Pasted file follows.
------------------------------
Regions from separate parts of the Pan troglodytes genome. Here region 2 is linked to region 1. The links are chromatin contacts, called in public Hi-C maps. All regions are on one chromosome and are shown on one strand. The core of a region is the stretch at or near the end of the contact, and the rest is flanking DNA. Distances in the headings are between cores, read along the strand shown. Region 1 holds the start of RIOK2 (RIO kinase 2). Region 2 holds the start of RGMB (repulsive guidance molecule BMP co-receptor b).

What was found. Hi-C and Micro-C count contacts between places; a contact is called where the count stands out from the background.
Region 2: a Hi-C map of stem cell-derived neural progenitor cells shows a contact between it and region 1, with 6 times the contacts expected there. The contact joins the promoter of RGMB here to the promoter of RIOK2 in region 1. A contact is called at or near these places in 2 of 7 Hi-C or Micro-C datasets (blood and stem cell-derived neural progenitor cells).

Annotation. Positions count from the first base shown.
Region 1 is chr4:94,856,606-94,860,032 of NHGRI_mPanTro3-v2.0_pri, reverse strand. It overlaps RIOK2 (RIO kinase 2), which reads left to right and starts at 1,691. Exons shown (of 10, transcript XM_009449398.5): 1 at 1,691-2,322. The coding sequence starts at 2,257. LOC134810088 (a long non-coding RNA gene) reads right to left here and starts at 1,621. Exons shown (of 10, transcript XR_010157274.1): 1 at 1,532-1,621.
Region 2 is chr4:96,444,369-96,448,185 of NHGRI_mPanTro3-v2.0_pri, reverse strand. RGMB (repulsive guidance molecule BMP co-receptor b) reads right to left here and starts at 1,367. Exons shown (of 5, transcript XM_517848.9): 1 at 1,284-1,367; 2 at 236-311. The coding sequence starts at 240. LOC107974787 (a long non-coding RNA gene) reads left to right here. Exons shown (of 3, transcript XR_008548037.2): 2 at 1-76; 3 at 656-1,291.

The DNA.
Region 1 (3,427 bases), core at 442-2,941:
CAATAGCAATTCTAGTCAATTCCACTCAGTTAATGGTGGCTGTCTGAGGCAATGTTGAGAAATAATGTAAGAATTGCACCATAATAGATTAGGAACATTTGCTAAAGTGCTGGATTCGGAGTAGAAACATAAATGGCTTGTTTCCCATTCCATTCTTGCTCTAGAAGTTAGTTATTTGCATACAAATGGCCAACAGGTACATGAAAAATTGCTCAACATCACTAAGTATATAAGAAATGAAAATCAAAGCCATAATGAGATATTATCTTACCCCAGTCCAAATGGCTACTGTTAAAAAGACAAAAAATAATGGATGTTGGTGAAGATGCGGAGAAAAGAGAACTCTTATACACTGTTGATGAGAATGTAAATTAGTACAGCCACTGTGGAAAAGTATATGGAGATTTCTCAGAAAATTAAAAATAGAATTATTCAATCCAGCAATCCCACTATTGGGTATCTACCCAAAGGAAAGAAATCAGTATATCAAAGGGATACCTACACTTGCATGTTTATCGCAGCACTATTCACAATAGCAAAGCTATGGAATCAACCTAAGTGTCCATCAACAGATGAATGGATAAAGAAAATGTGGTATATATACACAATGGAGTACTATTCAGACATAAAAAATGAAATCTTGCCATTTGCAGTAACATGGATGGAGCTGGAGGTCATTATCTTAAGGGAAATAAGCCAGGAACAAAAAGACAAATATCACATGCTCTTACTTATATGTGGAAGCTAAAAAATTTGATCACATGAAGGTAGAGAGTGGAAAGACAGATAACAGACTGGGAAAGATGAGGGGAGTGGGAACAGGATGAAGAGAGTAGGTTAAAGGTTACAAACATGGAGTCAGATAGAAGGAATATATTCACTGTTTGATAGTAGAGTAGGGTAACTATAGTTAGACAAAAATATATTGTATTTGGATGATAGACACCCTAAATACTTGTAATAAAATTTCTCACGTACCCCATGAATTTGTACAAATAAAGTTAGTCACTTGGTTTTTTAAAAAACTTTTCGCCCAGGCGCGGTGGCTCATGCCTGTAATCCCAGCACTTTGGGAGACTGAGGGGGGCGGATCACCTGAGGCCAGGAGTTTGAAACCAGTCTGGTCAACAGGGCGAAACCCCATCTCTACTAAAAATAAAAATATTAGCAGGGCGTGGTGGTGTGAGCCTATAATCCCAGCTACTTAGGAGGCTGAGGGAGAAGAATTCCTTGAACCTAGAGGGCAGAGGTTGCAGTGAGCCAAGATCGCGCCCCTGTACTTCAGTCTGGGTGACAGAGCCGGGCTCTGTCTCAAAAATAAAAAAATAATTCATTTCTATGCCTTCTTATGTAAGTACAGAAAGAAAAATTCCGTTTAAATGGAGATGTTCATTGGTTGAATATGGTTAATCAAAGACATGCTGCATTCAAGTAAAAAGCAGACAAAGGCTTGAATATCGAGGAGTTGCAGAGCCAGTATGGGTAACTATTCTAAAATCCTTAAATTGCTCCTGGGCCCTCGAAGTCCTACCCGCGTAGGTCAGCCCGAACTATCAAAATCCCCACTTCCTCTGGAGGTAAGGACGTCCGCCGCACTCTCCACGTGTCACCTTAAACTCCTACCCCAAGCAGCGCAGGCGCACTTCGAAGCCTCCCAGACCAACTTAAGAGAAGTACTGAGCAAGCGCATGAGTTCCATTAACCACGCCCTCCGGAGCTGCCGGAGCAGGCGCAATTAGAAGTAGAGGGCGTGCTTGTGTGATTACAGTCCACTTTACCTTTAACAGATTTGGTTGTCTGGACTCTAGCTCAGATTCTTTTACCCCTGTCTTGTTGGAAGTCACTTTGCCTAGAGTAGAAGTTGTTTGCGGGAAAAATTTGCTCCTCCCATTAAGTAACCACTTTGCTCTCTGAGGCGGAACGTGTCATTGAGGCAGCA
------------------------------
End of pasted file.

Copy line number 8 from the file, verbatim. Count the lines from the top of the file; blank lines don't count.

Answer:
Region 1 (3,427 bases), core at 442-2,941: